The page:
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RIM reimagined in 3D: exploring new data dimensions

RIM reimagined in 3D: exploring new data dimensions


It’s likely that in the next waves of data transformation in life sciences, Regulatory and Quality teams will explore and interact with regulated product information and market intelligence using virtual or augmented reality (VR/AR). Amplexor’s Romuald Braun looks into the future.
  • Author Company: Amplexor
  • Author Name: Romuald Braun, VP of Strategy for Life Sciences
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Editor: PharmiWeb Editor Last Updated: 04-May-2021

Graphical dashboards already bring data alive for business decision-makers, drawing their attention to what’s important and allowing them to drill deeper into anomalies or findings of interest. The logical next step is to be able to ‘walk through’ the data, making new data-driven discoveries using virtual or augmented reality (VR/AR). Indeed, in our own organisation, we’ve already started to walk through our own object data models wearing VR headsets to visualise the possibilities.

The ability to represent different data objects or assets in 3D models, and turn them in different ways to reveal different perspectives, could be transformational in delivering a richer understanding of a situation, and in projecting how this will play out under different parameters.

Potential use cases

In life sciences, applying an object data model across Regulatory and Quality Management processes paves the way for different data fields - country, drug type, dossier and document – to be represented and can be viewed in different combinations, by their different inter-dependencies.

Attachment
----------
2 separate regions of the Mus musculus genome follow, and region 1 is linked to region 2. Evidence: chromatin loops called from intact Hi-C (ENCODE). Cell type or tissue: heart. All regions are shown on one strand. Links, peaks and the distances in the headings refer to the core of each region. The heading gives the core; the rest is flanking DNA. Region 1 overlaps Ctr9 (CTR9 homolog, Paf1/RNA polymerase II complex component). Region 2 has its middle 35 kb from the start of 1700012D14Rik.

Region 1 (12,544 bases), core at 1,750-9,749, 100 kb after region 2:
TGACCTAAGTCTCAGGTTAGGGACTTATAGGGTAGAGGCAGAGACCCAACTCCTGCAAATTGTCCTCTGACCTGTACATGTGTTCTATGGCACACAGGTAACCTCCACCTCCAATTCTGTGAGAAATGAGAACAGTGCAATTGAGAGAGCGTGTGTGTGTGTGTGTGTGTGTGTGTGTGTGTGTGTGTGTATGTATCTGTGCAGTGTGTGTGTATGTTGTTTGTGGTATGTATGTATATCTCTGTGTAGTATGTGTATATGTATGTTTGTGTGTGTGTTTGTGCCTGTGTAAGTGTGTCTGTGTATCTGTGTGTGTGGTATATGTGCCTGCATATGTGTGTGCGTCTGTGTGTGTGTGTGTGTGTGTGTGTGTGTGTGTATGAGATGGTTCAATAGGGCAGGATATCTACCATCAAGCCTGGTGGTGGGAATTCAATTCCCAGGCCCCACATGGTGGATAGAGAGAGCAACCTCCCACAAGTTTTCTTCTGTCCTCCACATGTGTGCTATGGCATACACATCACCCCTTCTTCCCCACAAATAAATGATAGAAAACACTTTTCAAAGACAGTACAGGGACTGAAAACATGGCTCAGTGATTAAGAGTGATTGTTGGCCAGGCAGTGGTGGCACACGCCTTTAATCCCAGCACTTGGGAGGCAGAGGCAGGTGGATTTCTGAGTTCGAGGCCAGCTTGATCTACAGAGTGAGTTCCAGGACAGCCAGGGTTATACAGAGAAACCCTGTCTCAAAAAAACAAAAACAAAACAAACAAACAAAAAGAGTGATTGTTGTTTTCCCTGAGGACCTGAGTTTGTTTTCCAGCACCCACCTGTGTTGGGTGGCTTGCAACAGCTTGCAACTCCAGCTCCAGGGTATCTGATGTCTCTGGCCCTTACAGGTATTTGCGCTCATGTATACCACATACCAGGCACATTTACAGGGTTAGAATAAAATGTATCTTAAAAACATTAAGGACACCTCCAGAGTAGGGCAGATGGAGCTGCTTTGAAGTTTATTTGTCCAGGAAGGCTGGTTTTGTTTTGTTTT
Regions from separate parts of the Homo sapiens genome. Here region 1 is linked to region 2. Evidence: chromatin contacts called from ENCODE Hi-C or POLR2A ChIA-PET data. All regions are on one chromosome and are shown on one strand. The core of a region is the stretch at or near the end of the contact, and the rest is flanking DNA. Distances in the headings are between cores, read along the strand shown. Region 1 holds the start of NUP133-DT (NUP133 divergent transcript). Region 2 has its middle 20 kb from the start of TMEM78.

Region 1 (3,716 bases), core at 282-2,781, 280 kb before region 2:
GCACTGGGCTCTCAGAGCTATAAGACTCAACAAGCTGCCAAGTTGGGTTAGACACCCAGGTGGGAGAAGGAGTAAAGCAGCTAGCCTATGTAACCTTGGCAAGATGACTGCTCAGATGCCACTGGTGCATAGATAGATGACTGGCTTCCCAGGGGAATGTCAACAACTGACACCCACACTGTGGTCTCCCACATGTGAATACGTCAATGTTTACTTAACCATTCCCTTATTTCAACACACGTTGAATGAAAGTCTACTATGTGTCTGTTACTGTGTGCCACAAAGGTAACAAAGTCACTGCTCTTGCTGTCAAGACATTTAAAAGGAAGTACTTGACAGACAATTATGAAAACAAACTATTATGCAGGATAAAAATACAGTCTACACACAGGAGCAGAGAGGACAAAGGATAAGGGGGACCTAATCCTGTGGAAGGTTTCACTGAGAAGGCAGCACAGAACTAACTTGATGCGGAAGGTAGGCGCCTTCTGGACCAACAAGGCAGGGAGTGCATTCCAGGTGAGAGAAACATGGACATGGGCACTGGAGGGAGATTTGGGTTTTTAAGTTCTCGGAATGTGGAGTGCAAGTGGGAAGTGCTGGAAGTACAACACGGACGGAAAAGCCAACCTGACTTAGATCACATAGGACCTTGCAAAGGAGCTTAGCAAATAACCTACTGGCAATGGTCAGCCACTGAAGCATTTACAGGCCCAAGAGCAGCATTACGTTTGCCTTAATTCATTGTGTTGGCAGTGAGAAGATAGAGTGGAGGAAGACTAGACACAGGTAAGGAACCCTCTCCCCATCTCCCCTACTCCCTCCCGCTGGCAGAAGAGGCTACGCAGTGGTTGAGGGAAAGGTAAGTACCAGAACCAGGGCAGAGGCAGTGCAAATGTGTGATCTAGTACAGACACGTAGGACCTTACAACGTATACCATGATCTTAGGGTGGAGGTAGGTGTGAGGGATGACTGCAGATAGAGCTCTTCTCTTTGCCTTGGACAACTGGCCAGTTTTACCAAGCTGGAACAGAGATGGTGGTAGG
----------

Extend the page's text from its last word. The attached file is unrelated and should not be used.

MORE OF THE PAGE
This presents a number of opportunities:

  • In Pharmcovigilance and Safety, for signal detection.

Take the current situation with the Covid-19 vaccines, for which Phase III clinical trials are being conducted with people out in the real world, because of the urgent need to roll out the protection.

Mass monitoring for potential adverse effects is paramount then, which means collecting huge volumes of data and analysing it in a comprehensive way. With 5 billion people being targeted, and each individual potentially generating 1Mb of data, that’s an unthinkably challenging prospect – overwhelming not just scientific brain capacity, but the scope of AI (assuming this hasn’t yet been sufficiently trained in what to watch out for). So those responsible need to be able to represent and configure the data in different ways to spot and compare potential adverse effects.

  • Impact assessment, forecasting and simulation.

If there is a change in regulatory requirements, VR or AR visualisation offers a chance to visually explore how the impact of that change cascades through a company’s operations and current assets.

Although it’s already possible to conduct fairly extensive impact assessments using software, the addition of a third dimension would allow teams to factor in the current availability of resources and of network infrastructure as part of the calculations, and weigh up all of the correlations simultaneously.

Once companies can visualise the fuller impact of a change, across all affected products, they can more accurately determine how realistic it will be to achieve that within the given timeframe.

  • Quality consistency checks across multiple data types and formats.

Today, data sources take multiple different forms, from structured data and numerical values to free-form text, video and audio files. Making sense of all of this means having confidence in the quality of all of these contributing sources – and being able to spot any overlap.